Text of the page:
Everything You Need To Know About Writing Effective OKRs

OKRs (Objectives and Key Results) are more than just goals: they’re a means of executing company strategies. An OKR challenges your company to push past normal toward exceptional. As such, OKRs are an excellent way to explore new territory and grow as a company.

To be effective, OKRs must be well-written. The best thought-out strategies will fail unless they’re clearly communicated to your team. Writing a good OKR is the launching pad for your goals and objectives. The following OKR tips help companies design and write effective, clear objectives and key results. 

Writing Your Objective — Goal-Setting Tips

An OKR objective is a quantitative goal. Usually broad in nature, objectives are intended to challenge and inspire, pushing your team out of their comfort zone. Below are a series of OKR tips for writing powerful, compelling objectives.

Objectives must align with company strategies. Keep company objectives and vision in mind when writing objectives. If your objective isn’t in line with the company’s overall strategy, something is very wrong. Reexamine the objective to ensure it benefits larger company goals.

Dream big. Most goal-setting tips recommend setting realistic, attainable goals. OKRs are the exception to this rule. An OKR disrupts the status quo, challenging your team to achieve a goal that is normally out of reach. If you find you’re achieving every OKR you set, you’re not thinking big enough. The point of an OKR is creating an environment in which employees shoot for the stars, creating a culture of excellence and ambition.

Identify the root cause of the issue. Identify the primary problem or concern driving the OKR, and ask what would solve it. Write your solution down and examine it to see if your answer addresses the issue’s main cause. If it doesn’t, dig deeper. Repeat until you’ve reached the root cause of the issue. This will act as the foundation for your objective. 

Include quantifiable results and a time limit. Objectives must have a quantifiable outcome in order to assess the success of the OKR. The simplest way to ensure this is to assign a numerical value to the objective. “Increase sales by 30 percent by the end of the year” is both quantifiable and timebound. “Increase sales,” in contrast, is too vague to be of use.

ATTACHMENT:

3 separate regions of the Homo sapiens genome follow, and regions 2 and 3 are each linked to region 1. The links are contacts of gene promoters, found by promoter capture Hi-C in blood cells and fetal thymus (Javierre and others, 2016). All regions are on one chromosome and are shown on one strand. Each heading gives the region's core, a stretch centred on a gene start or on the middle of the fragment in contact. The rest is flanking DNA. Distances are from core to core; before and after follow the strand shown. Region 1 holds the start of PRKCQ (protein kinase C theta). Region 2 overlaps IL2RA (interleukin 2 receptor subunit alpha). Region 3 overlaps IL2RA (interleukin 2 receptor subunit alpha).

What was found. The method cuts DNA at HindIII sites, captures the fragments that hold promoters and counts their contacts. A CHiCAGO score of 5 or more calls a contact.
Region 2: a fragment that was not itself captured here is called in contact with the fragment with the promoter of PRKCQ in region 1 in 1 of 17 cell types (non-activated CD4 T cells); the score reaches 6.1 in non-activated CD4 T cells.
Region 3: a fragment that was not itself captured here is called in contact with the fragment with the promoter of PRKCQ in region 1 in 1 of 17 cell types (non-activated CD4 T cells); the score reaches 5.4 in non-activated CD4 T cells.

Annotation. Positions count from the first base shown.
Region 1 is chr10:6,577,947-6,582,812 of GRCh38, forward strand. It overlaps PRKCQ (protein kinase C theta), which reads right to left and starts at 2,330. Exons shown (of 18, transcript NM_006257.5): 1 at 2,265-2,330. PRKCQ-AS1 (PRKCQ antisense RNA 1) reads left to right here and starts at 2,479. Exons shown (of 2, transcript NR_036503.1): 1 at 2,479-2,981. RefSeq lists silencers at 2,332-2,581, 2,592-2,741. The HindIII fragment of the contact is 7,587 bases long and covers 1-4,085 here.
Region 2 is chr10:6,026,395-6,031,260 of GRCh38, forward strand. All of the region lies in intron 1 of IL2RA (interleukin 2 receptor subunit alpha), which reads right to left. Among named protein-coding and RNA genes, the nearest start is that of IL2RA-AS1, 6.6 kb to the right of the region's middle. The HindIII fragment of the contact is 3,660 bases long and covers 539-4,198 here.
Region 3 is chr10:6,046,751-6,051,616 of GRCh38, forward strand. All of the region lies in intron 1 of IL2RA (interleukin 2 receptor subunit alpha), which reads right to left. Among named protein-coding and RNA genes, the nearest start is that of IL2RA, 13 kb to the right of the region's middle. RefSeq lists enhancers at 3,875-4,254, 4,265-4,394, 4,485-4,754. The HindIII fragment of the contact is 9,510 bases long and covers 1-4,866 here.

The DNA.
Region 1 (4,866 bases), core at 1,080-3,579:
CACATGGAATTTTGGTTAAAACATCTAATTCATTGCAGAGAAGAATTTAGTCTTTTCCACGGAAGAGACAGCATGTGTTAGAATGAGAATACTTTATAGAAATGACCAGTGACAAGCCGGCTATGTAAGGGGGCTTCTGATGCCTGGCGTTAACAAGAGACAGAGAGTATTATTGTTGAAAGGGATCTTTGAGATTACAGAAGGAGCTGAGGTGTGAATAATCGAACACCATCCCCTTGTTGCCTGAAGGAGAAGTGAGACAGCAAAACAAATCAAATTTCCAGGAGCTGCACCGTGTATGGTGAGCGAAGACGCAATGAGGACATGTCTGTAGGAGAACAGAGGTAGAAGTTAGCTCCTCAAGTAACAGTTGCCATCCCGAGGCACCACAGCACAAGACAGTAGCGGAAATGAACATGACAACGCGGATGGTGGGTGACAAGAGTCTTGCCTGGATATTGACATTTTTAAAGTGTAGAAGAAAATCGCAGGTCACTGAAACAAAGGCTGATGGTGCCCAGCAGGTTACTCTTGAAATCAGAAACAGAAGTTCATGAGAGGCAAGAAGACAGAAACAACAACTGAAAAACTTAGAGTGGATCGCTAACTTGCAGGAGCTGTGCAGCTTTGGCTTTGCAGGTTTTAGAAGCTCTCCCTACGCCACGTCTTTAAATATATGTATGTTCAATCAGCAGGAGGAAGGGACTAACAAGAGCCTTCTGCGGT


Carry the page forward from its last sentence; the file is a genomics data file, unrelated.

Write for people. Your employees must be able to clearly understand OKR objectives. Write so all employees can understand your objective, not just the people on your team. While it may be tempting to use technical jargon if you’re, say, writing OKRs for the IT department, the objective should be understandable to employees in other departments. Doing so facilitates both understanding of your team’s objectives and inter-departmental collaboration.

Once you have your objective, ask the following questions:

  • Is the objective broad in outlook?
  • Does the objective align with company goals?
  • Is the objective challenging and inspiring?
  • Is the objective timeboxed?
  • Is the objective vital to company success?

OKR Tips for Writing Key Results

Key results define the actionable steps needed to complete an OKR objective. If you meet all key results you’ll have met your objective. 

Key results describe outcomes and results, not activities, and are measurable indicators of success. As such, they must be quantifiable in order to demonstrate how much of an objective has been achieved. 

Key results adhere to SMART goal setting. They must be Specific, Measurable, Actionable, Relevant, and Timebound. Examples of key results include:

  • Create 3 new training modules by the end of the second quarter.
  • Release 4 white papers by July.
  • Test new marketing strategy by December.
  • Deliver 6 customer surveys by March.

Aim for 3 to 5 key results per objective. Restricting the number of key results avoids confusing or overwhelming team members.

OKR Examples

Below are three OKR examples with clearly defined objectives and key results. While your OKRs will be unique to your business, these can be used for inspiration or as templates for your own objectives:

OKR Example One


  • Increase profits by 20%.

Key Results: 

  • Launch seasonal campaigns at Christmas and Easter, doubling the previous year’s revenue for those holidays.
  • Outsource distribution to individual stores to cut costs by 20%.
  • Negotiate supplier contracts to save 5% on purchases.

OKR Example Two


  • Increase product visibility by 40% by the end of the fourth quarter.

Key Results:

  • Participate in 5 nationwide conventions, collecting 100 prospects per event.
  • Conduct 1 contest per quarter, rewarding winner with free product.
  • Increase social media followers by 20%.

OKR Example Three


  • Improve customer support experience by the beginning of Q4.

Key Results:

  • Resolve 85% of critical issues within one hour of initial complaint.
  • Exceed 90% overall customer feedback ratings scores.
  • Attain an average response time of less than 24 hours for normal complaints. 

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